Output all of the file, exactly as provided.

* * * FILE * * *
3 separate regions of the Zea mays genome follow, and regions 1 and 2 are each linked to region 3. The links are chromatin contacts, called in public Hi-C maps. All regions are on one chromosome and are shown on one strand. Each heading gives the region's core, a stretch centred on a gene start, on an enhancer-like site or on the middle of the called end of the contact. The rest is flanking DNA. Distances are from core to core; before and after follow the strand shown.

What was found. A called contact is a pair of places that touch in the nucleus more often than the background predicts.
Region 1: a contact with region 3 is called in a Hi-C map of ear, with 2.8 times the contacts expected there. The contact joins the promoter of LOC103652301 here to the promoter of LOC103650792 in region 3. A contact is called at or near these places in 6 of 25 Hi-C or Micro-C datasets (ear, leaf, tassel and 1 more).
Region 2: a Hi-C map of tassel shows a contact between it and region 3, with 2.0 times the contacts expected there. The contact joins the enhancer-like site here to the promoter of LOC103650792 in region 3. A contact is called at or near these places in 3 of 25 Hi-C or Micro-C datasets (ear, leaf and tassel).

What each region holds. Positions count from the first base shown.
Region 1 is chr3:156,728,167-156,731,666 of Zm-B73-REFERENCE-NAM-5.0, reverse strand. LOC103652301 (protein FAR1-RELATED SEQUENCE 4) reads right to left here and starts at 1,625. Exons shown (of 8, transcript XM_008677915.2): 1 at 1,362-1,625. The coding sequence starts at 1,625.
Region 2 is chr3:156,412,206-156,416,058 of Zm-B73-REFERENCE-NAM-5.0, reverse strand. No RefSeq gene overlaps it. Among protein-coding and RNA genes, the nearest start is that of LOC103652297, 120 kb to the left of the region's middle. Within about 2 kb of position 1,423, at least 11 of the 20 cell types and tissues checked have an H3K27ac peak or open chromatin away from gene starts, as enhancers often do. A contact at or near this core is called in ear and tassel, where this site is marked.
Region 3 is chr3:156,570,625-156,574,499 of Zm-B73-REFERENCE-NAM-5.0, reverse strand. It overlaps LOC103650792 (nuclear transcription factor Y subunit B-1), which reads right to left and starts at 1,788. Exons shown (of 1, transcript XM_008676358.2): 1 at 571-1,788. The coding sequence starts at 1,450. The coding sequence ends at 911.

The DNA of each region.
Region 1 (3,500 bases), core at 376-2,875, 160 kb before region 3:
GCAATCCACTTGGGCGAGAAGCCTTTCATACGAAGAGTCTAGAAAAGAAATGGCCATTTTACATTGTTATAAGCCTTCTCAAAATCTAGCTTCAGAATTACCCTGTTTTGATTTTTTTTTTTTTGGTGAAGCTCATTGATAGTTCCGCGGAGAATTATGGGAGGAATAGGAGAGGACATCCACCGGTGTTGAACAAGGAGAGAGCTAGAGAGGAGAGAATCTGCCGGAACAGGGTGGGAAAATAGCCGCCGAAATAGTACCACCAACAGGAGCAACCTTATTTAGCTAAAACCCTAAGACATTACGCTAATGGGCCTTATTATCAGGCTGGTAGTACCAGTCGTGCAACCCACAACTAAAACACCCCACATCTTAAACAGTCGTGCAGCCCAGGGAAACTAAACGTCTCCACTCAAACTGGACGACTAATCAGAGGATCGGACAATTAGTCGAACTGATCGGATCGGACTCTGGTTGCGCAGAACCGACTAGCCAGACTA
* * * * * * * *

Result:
3 separate regions of the Zea mays genome follow, and regions 1 and 2 are each linked to region 3. The links are chromatin contacts, called in public Hi-C maps. All regions are on one chromosome and are shown on one strand. Each heading gives the region's core, a stretch centred on a gene start, on an enhancer-like site or on the middle of the called end of the contact. The rest is flanking DNA. Distances are from core to core; before and after follow the strand shown.

What was found. A called contact is a pair of places that touch in the nucleus more often than the background predicts.
Region 1: a contact with region 3 is called in a Hi-C map of ear, with 2.8 times the contacts expected there. The contact joins the promoter of LOC103652301 here to the promoter of LOC103650792 in region 3. A contact is called at or near these places in 6 of 25 Hi-C or Micro-C datasets (ear, leaf, tassel and 1 more).
Region 2: a Hi-C map of tassel shows a contact between it and region 3, with 2.0 times the contacts expected there. The contact joins the enhancer-like site here to the promoter of LOC103650792 in region 3. A contact is called at or near these places in 3 of 25 Hi-C or Micro-C datasets (ear, leaf and tassel).

What each region holds. Positions count from the first base shown.
Region 1 is chr3:156,728,167-156,731,666 of Zm-B73-REFERENCE-NAM-5.0, reverse strand. LOC103652301 (protein FAR1-RELATED SEQUENCE 4) reads right to left here and starts at 1,625. Exons shown (of 8, transcript XM_008677915.2): 1 at 1,362-1,625. The coding sequence starts at 1,625.
Region 2 is chr3:156,412,206-156,416,058 of Zm-B73-REFERENCE-NAM-5.0, reverse strand. No RefSeq gene overlaps it. Among protein-coding and RNA genes, the nearest start is that of LOC103652297, 120 kb to the left of the region's middle. Within about 2 kb of position 1,423, at least 11 of the 20 cell types and tissues checked have an H3K27ac peak or open chromatin away from gene starts, as enhancers often do. A contact at or near this core is called in ear and tassel, where this site is marked.
Region 3 is chr3:156,570,625-156,574,499 of Zm-B73-REFERENCE-NAM-5.0, reverse strand. It overlaps LOC103650792 (nuclear transcription factor Y subunit B-1), which reads right to left and starts at 1,788. Exons shown (of 1, transcript XM_008676358.2): 1 at 571-1,788. The coding sequence starts at 1,450. The coding sequence ends at 911.

The DNA of each region.
Region 1 (3,500 bases), core at 376-2,875, 160 kb before region 3:
GCAATCCACTTGGGCGAGAAGCCTTTCATACGAAGAGTCTAGAAAAGAAATGGCCATTTTACATTGTTATAAGCCTTCTCAAAATCTAGCTTCAGAATTACCCTGTTTTGATTTTTTTTTTTTTGGTGAAGCTCATTGATAGTTCCGCGGAGAATTATGGGAGGAATAGGAGAGGACATCCACCGGTGTTGAACAAGGAGAGAGCTAGAGAGGAGAGAATCTGCCGGAACAGGGTGGGAAAATAGCCGCCGAAATAGTACCACCAACAGGAGCAACCTTATTTAGCTAAAACCCTAAGACATTACGCTAATGGGCCTTATTATCAGGCTGGTAGTACCAGTCGTGCAACCCACAACTAAAACACCCCACATCTTAAACAGTCGTGCAGCCCAGGGAAACTAAACGTCTCCACTCAAACTGGACGACTAATCAGAGGATCGGACAATTAGTCGAACTGATCGGATCGGACTCTGGTTGCGCAGAACCGACTAGCCAGACTA